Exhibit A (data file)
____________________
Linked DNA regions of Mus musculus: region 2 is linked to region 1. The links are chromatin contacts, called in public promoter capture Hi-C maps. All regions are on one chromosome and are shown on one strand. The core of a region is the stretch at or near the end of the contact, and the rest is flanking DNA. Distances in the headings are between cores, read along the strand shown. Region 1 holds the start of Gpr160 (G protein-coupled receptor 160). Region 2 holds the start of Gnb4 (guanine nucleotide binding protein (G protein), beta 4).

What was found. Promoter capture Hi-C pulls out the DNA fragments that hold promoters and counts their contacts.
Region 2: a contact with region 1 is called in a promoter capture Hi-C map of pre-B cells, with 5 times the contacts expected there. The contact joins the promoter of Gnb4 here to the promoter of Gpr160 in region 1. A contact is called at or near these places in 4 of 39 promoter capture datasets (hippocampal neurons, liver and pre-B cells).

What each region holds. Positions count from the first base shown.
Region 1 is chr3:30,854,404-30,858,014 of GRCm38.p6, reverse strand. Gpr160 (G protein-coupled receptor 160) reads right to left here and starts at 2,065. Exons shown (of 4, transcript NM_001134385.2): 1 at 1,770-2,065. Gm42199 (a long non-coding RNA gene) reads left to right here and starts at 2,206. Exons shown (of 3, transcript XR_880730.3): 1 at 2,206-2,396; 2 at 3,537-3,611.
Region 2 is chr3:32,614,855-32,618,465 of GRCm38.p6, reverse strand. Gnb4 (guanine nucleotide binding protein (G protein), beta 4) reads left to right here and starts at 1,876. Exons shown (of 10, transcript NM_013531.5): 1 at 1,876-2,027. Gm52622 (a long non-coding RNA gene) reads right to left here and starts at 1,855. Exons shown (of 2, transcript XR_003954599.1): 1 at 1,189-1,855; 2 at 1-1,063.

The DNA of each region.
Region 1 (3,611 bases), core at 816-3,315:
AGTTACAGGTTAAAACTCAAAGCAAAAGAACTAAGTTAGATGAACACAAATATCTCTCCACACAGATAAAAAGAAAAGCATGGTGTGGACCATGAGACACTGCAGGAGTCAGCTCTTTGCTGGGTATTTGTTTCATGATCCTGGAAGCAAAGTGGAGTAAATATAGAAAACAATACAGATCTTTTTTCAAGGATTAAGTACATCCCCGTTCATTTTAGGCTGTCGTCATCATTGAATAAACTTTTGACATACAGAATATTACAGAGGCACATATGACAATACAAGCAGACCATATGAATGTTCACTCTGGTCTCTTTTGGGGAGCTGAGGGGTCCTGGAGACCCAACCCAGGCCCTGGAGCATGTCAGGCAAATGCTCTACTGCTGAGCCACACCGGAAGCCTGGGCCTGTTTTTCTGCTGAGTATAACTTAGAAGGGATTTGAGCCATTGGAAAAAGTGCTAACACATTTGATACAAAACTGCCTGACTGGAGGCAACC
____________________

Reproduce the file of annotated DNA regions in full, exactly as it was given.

Linked DNA regions of Mus musculus: region 2 is linked to region 1. The links are chromatin contacts, called in public promoter capture Hi-C maps. All regions are on one chromosome and are shown on one strand. The core of a region is the stretch at or near the end of the contact, and the rest is flanking DNA. Distances in the headings are between cores, read along the strand shown. Region 1 holds the start of Gpr160 (G protein-coupled receptor 160). Region 2 holds the start of Gnb4 (guanine nucleotide binding protein (G protein), beta 4).

What was found. Promoter capture Hi-C pulls out the DNA fragments that hold promoters and counts their contacts.
Region 2: a contact with region 1 is called in a promoter capture Hi-C map of pre-B cells, with 5 times the contacts expected there. The contact joins the promoter of Gnb4 here to the promoter of Gpr160 in region 1. A contact is called at or near these places in 4 of 39 promoter capture datasets (hippocampal neurons, liver and pre-B cells).

What each region holds. Positions count from the first base shown.
Region 1 is chr3:30,854,404-30,858,014 of GRCm38.p6, reverse strand. Gpr160 (G protein-coupled receptor 160) reads right to left here and starts at 2,065. Exons shown (of 4, transcript NM_001134385.2): 1 at 1,770-2,065. Gm42199 (a long non-coding RNA gene) reads left to right here and starts at 2,206. Exons shown (of 3, transcript XR_880730.3): 1 at 2,206-2,396; 2 at 3,537-3,611.
Region 2 is chr3:32,614,855-32,618,465 of GRCm38.p6, reverse strand. Gnb4 (guanine nucleotide binding protein (G protein), beta 4) reads left to right here and starts at 1,876. Exons shown (of 10, transcript NM_013531.5): 1 at 1,876-2,027. Gm52622 (a long non-coding RNA gene) reads right to left here and starts at 1,855. Exons shown (of 2, transcript XR_003954599.1): 1 at 1,189-1,855; 2 at 1-1,063.

The DNA of each region.
Region 1 (3,611 bases), core at 816-3,315:
AGTTACAGGTTAAAACTCAAAGCAAAAGAACTAAGTTAGATGAACACAAATATCTCTCCACACAGATAAAAAGAAAAGCATGGTGTGGACCATGAGACACTGCAGGAGTCAGCTCTTTGCTGGGTATTTGTTTCATGATCCTGGAAGCAAAGTGGAGTAAATATAGAAAACAATACAGATCTTTTTTCAAGGATTAAGTACATCCCCGTTCATTTTAGGCTGTCGTCATCATTGAATAAACTTTTGACATACAGAATATTACAGAGGCACATATGACAATACAAGCAGACCATATGAATGTTCACTCTGGTCTCTTTTGGGGAGCTGAGGGGTCCTGGAGACCCAACCCAGGCCCTGGAGCATGTCAGGCAAATGCTCTACTGCTGAGCCACACCGGAAGCCTGGGCCTGTTTTTCTGCTGAGTATAACTTAGAAGGGATTTGAGCCATTGGAAAAAGTGCTAACACATTTGATACAAAACTGCCTGACTGGAGGCAACC